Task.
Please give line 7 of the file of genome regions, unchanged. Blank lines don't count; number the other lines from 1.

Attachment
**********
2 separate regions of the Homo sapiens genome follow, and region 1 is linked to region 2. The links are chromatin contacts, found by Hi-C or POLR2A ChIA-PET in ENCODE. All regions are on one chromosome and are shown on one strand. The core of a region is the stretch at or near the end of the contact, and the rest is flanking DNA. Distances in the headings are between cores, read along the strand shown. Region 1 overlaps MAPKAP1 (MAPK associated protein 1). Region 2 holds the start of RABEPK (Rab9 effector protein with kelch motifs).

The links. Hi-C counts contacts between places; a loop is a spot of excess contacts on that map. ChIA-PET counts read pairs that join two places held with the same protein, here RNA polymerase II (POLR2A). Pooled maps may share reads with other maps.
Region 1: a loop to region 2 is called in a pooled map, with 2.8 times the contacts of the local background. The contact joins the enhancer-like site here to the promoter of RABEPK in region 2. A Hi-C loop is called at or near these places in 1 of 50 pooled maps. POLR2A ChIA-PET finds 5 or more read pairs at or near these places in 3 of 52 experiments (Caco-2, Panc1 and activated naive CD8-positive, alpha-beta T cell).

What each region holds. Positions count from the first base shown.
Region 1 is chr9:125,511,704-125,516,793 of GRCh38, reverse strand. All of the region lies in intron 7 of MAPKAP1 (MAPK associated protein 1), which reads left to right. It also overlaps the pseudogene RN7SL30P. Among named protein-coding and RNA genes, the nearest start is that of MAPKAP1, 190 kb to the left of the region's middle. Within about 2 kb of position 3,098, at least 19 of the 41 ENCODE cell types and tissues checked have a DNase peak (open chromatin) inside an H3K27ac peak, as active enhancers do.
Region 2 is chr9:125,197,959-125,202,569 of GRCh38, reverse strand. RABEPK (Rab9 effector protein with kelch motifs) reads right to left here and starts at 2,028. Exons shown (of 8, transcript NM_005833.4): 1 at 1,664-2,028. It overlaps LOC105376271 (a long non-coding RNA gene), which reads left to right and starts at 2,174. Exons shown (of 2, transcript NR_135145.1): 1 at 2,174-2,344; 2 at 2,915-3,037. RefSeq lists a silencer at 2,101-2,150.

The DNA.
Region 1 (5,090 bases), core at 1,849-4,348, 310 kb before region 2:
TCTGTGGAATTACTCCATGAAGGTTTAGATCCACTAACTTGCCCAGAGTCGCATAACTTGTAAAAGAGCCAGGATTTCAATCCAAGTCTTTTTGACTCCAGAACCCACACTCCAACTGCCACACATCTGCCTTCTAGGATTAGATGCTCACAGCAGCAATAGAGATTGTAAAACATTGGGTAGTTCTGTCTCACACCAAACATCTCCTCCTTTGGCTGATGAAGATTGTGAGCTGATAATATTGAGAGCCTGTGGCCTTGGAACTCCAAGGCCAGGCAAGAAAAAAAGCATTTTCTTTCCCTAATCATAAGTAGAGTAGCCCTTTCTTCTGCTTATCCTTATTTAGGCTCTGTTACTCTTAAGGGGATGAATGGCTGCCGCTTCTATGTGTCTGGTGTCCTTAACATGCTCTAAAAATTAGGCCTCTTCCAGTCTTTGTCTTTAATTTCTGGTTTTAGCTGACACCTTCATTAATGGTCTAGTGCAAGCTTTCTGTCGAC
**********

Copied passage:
The DNA.